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Chasing IPO, Helicos Hints at Acquisitions; Revenue Could Start Flowing in 1H of '08

This article has been updated from a previous version to correct the spelling of Bill Efcavitch's name.
Helicos BioSciences last week filed documents with the US Securities and Exchange Commission that aim to take the company public on the Nasdaq exchange.
The filing for an IPO, which would make Helicos the only publicly traded pure-play DNA sequencing company, comes less than a year before it plans to commercialize its first product, the HeliScope DNA sequencer, and more than a year before it anticipates generating revenue.
Helicos still needs to decide how many shares it wants to float in its IPO, and at what price, although it said it hopes the proceeds will meet its needs for at least two years.
The firm’s ability to reach its financing goals will hinge on convincing investors that its single-molecule sequencing technology can outperform its competitors — even though it has not yet publicly shown data from a sequencing project that prove the instrument’s performance.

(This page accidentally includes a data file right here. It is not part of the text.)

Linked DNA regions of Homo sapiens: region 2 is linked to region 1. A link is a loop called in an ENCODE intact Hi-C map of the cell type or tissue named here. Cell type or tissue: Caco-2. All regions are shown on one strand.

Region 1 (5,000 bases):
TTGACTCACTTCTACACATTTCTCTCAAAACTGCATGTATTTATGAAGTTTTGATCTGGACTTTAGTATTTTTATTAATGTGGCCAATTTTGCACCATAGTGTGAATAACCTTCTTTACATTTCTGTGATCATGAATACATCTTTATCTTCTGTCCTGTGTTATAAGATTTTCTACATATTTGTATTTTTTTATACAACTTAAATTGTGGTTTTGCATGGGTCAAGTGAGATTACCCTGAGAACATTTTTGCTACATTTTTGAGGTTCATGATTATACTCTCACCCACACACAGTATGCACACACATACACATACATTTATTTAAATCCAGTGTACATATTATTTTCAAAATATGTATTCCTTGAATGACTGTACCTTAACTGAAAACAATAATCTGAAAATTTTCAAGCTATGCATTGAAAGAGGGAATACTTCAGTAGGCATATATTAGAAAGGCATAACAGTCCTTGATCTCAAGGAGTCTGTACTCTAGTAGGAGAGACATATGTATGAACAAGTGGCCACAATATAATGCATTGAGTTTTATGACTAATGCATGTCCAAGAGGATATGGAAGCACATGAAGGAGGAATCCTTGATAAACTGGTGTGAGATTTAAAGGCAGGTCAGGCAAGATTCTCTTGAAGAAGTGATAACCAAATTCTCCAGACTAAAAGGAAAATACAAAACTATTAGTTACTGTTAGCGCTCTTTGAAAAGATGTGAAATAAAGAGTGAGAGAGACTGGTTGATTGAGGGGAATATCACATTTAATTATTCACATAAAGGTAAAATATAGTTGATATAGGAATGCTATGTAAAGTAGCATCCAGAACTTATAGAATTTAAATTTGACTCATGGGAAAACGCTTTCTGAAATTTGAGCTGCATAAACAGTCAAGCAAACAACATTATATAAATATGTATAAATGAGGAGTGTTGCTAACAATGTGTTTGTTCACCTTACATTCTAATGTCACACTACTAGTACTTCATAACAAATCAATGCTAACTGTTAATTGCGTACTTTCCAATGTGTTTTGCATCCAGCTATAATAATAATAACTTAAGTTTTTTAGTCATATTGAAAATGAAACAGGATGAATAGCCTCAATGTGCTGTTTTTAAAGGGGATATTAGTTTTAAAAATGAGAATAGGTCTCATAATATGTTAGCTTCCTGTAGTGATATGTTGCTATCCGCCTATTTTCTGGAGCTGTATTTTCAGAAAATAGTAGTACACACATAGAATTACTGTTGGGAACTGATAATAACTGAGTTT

Also, the company hinted that it “may acquire technologies, products, or companies that we feel could accelerate our ability to compete in our core markets.”
Helicos claims that the HeliScope will do away with costly and error-prone amplification and have a much higher data output and lower price point than its competitors. Also the firm hinted that the HeliScope will initially be able to yield between 25 million and 90 million bases per hour for sequencing applications and 90 million bases per hour for gene-expression applications.
“If [the technology] is able to shorten various analytical processes, or it opens up a whole new area that wasn’t available beforehand, the novelty of it, the efficiency of it, the cost-effectiveness of it, these are all considerations [for the IPO pricing],” said David Menlow, president and CEO of, an IPO research service based in Millburn, NJ.